Researchers at the Air Force Research Laboratory, working with Northeastern University, recently developed an ultra-compact antenna that uses a new approach in transmitting and receiving signals. This breakthrough could be a big step toward miniaturizing many military and commercial communication systems.
Typically antennas rely on size to work effectively in the electromagnetic spectrum. If the antenna is not long enough to resonate at the proper frequency, the antenna will not be able to efficiently transmit or receive the desired electromagnetic waves. Although strides have been made over the years in antenna miniaturization—with cellphones being a prime example—the quality of antennas still degrade as they become smaller. That’s why cellular carriers must place large numbers of cellular antenna towers to ensure consumers have adequate phone reception.
“We identified ultra-compact antennas as the critical last step in true device miniaturization,” says Brandon Howe, AFRL materials scientist. “Researchers had successfully shrunk most electronic components, but the true miniaturization of antennas was still a missing piece.”
The size of an efficient miniature antenna is typically about 10% of the received wavelength, whereas the ultra-compact AFRL antennas are as small as fractions of a percent of the wavelength. As a result, microwave antennas that were previously approximately a half-inch can now be reduced to an object smaller than a flea (less than one millimeter). Although not an immediate replacement for small antennas, this miniaturization could be a critical step toward incorporating antennas into applications for which they were previously impractical.
These ultra-compact antennas represent a new approach. Instead of using an electrically-conductive material to sense the electric field of microwaves, these antennas use special insulating materials, called “multiferroic composites.” These materials are composed of magnetostrictive materials which convert magnetism to strain, and piezoelectric materials which convert strain to voltages. Using multiferroic composites allows ultra-compact antennas to function by sensing the magnetic field of microwaves.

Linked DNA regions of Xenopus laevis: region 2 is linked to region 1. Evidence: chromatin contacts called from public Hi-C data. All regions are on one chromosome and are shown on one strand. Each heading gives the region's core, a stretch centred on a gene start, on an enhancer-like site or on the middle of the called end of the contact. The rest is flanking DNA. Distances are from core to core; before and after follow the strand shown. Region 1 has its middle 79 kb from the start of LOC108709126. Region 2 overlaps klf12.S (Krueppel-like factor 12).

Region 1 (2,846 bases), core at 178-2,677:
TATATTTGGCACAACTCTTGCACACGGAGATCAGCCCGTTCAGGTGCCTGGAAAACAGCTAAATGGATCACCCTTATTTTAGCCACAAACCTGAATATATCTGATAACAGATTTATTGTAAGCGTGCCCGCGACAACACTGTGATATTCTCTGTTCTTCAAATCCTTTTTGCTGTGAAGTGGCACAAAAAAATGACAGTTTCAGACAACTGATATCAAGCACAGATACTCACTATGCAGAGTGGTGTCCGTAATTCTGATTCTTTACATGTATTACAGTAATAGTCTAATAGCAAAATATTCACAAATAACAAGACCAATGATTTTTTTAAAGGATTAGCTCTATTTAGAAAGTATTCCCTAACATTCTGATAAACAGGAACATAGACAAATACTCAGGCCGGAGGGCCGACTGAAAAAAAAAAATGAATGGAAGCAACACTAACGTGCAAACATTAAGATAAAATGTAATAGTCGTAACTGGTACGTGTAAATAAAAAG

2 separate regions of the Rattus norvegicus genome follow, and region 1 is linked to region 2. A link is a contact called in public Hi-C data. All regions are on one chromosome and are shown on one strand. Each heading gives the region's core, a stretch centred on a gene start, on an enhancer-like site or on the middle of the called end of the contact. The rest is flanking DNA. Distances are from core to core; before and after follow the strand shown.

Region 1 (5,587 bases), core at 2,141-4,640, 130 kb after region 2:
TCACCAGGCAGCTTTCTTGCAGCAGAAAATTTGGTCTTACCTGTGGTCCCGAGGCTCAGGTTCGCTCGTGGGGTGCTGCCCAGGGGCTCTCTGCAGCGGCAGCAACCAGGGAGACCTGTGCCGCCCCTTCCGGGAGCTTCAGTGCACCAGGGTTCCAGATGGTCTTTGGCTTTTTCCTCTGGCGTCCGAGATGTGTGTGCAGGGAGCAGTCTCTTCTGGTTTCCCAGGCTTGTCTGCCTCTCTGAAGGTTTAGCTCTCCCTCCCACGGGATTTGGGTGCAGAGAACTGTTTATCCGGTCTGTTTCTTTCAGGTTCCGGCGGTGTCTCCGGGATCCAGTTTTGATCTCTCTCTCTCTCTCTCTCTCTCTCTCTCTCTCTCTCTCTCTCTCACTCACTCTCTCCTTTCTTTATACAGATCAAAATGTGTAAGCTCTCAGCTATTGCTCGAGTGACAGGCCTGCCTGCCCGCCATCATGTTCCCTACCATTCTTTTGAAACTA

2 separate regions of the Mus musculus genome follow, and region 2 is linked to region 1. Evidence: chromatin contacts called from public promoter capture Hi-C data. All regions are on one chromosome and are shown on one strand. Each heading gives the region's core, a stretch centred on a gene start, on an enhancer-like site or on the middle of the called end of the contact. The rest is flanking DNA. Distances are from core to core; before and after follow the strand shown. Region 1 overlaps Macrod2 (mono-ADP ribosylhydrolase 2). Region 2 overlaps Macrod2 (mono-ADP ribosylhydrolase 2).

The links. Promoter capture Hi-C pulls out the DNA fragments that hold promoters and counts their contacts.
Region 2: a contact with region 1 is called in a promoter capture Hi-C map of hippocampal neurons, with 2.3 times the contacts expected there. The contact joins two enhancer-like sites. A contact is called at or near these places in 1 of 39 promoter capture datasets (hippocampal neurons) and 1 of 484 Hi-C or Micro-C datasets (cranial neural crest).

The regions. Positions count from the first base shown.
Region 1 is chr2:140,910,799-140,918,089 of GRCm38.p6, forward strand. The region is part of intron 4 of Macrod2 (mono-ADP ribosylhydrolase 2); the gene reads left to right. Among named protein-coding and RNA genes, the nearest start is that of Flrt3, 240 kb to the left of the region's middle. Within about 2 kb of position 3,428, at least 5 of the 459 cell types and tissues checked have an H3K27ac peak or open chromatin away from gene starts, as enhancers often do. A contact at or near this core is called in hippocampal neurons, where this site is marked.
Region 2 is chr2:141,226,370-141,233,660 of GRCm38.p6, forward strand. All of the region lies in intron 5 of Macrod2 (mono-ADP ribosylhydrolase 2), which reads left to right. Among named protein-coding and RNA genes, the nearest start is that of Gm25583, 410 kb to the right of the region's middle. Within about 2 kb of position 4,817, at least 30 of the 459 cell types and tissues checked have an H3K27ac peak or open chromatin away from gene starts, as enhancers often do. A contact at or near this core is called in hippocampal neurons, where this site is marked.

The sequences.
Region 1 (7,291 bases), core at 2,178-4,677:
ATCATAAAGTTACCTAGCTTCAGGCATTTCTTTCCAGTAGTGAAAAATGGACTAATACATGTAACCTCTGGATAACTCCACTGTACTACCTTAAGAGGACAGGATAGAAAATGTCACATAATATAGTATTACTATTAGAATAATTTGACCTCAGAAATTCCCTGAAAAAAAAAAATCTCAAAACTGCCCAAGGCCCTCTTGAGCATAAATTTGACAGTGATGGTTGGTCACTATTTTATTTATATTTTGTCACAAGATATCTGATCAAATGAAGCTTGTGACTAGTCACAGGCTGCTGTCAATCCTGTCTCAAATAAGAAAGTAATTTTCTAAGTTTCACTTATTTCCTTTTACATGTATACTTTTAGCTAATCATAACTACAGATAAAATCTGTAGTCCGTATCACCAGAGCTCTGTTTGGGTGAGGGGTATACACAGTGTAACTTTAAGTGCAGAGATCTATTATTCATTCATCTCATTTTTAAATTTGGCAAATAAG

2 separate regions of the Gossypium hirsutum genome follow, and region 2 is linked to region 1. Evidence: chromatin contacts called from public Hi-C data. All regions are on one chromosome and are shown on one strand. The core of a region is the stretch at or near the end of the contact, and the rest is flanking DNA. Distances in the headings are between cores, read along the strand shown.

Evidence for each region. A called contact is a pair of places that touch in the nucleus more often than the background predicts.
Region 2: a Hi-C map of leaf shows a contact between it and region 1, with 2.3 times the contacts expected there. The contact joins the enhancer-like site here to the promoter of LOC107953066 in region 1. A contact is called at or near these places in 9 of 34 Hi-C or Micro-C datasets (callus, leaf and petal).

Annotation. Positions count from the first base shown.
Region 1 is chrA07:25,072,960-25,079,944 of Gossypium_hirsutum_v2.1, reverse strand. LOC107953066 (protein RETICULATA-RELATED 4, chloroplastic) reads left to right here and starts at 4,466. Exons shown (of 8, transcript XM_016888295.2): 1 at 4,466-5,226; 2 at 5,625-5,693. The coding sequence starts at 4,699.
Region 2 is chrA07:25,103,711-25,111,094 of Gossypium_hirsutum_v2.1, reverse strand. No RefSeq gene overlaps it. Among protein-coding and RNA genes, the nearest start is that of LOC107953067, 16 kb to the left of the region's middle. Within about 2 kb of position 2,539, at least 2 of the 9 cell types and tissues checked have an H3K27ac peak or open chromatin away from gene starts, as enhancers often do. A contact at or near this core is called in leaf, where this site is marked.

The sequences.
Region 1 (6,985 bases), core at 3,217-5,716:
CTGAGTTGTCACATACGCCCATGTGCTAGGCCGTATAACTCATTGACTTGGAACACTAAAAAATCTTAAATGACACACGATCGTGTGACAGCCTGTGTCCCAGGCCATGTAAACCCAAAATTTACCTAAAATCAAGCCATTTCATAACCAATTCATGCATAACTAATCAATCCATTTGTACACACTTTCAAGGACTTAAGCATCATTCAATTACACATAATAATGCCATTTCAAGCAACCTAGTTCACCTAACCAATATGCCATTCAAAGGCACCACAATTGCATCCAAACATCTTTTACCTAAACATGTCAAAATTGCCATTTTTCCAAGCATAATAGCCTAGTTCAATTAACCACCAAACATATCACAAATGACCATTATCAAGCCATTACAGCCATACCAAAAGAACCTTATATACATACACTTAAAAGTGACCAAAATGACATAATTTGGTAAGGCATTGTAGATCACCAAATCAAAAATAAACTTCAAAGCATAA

“We miniaturized the antennas by borrowing a trick from acoustic filters in cellphones, which convert microwave voltages to strain waves,” says AFRL materials scientist Michael McConney. “Strain waves travel much slower than the speed of light, and this lets us shrink the wavelengths while keeping the frequency the same, thus allowing us to make the antennas much smaller.”
By coating conventional bulk acoustic wave filters with a magnetic material, these slower strain waves can be converted into radiation, which lets them break the inefficient scaling laws associated with shrinking typical antennas to very small sizes.
This new approach let AFRL and Northeastern University researchers reduce the size of an antenna by over 90%, dramatically changing their potential design constraints. This new design lets antennas retain much more of their functionality compared to traditional antennas scaled down to the same size. This development could result in smaller devices, including wearable antennas, bio-implantable and bio-injectable antennas, smartphones, and wireless communication systems.
“The miniaturization of military electronics is of significant benefit to the warfighter, not only in terms of device size, but in transportability, space requirements, weight, and many factors,” says Howe. “It will let us fit more into a given space, whether in a field pack or on an aerial platform. It gives us greater capability in a smaller space.”
The team plans to continue its research by working toward matching the ferromagnetic resonance to the acoustic (strain) resonance, as well as by using a new low-loss, highly-sensitive magnetic material the group has pioneered. By doing so, the researchers hope to further enhance antenna efficiencies.